Public finances continue to improve
Revenues increase as economy accelerates.
Scotland's public finances are continuing to improve, with total revenue reaching £60 billion, as the economy grew twice as fast as the UK at the start of 2018.
Onshore tax revenue increased by £2 billion in 2017-18, with offshore revenue increasing by more than £1 billion according to the Government Expenditure and Revenue Scotland (GERS) figures published today.
Growth in revenues and the economy resulted in an overall improvement in the public finances, with both the current and net fiscal deficits falling.
First Minister Nicola Sturgeon and Finance Secretary Derek Mackay visited Glasgow University to welcome its pledge to spend £1 billion on campus infrastructure over the next ten years, saying this commitment demonstrates the confidence that exists in the Scottish economy. But she reiterated warnings that Brexit - and the prospect of being removed from the Single Market and Customs Union - remained by far the biggest threat to Scotland's economy.
The First Minister said:
"On the back of continued economic growth and rising revenue, Scotland's deficit fell again in 2017-18.
"Looking at the wider economic picture, these figures - along with recent Labour Market Stats, Labour Productivity and GDP figures - show that Scotland is on the right trajectory.
"It also demonstrates that our commitment to sustainable economic growth is the right one and we will continue to stimulate our economy in this way to reduce the deficit.
"Today's figures also show that offshore revenue has increased by £1 billion. This comes on the back of recent analysis by the Oil and Gas Authority that production this year is expected to be 18% higher than in 2014. Separately, the latest Fraser of Allander Oil and Gas survey also shows that net confidence of oil and gas contractors is at the highest level since spring 2013.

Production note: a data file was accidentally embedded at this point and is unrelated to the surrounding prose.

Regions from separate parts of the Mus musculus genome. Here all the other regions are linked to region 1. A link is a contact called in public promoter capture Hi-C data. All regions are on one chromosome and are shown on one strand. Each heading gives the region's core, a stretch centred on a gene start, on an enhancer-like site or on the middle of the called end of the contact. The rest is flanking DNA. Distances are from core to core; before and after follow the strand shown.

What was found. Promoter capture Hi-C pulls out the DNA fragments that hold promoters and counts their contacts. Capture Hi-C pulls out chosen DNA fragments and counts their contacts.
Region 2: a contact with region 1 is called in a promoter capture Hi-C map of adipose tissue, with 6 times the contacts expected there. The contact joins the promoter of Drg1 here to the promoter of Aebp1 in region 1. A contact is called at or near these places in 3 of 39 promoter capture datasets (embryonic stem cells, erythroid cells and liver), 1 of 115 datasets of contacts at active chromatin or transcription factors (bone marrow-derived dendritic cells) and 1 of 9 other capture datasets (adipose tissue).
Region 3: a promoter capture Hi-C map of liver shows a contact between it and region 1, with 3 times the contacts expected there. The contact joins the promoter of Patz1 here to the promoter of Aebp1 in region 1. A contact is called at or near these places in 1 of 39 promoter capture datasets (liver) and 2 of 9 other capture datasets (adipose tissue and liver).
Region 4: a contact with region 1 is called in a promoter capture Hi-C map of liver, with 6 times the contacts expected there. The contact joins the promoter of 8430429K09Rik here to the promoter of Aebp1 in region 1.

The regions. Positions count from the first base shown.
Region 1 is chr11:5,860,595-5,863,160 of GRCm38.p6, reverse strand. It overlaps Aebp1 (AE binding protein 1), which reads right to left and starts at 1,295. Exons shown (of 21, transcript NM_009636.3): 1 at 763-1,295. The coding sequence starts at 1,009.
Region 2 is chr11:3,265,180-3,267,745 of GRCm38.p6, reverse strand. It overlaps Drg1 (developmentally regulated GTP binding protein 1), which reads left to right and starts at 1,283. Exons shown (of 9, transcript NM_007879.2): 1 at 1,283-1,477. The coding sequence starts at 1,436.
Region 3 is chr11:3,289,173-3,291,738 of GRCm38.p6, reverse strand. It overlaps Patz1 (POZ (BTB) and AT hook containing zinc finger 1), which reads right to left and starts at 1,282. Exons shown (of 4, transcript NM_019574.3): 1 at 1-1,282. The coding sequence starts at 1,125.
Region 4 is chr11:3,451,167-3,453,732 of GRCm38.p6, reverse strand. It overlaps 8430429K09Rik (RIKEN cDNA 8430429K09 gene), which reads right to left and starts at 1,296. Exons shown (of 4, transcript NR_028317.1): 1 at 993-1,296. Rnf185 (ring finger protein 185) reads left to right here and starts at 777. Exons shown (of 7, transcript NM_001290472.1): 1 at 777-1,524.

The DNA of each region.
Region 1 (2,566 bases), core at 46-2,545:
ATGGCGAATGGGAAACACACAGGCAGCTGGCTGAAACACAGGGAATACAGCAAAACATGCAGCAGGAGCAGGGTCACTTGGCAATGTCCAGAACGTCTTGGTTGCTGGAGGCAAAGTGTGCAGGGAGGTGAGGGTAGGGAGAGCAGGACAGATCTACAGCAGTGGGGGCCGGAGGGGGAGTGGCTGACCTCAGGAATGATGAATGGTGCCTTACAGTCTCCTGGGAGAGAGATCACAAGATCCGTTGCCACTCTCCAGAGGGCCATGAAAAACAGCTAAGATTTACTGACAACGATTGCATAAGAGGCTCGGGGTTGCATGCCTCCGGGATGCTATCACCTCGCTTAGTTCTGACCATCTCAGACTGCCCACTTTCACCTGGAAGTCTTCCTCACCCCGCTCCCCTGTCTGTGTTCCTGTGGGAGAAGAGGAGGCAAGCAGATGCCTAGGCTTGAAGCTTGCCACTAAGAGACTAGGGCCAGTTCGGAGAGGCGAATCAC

"Scotland continues to perform well against other parts of the UK. The latest EY Attractiveness Survey showed that Scotland remains the top UK region for foreign direct investment (FDI) projects outside of London.
"With the limited economic powers currently at our disposal, The actions we are taking to promote sustainable economic development are helping to ensure that the key economic indicators are moving in the right direction. Brexit is by far the biggest threat to this progress - and it is essential that the UK Government commits to remaining in the Single Market and the Customs Union to minimise the potential damage."
Mr Mackay said:
"The latest economic data points to an improving picture in Scotland. Our economy grew twice as fast as the UK in the most recent quarter, while unemployment remains close to its record low and confidence is returning to the oil and gas sector.
"Today's figures show overall revenue in Scotland reaching £60 billion for the first time ever, underlining the fact that we have a productive and growing economy, despite the UK Government's London centric economic policies.
"Meanwhile, Scottish exports of goods have increased by 12% over the past year - the fastest rate of growth of any nation in the UK - with huge potential for further expansion in key overseas markets.
"However, that export success and wider potential is directly threatened by the UK Government's drive to take Scotland out of the world's largest single market, which is around eight times bigger than the UK market alone. That poses a huge risk to Scottish jobs, investment and living standards, which is why we will do all we can to secure the least damaging Brexit possible."
The full statistical publication is available at http://www.gov.scot/gers.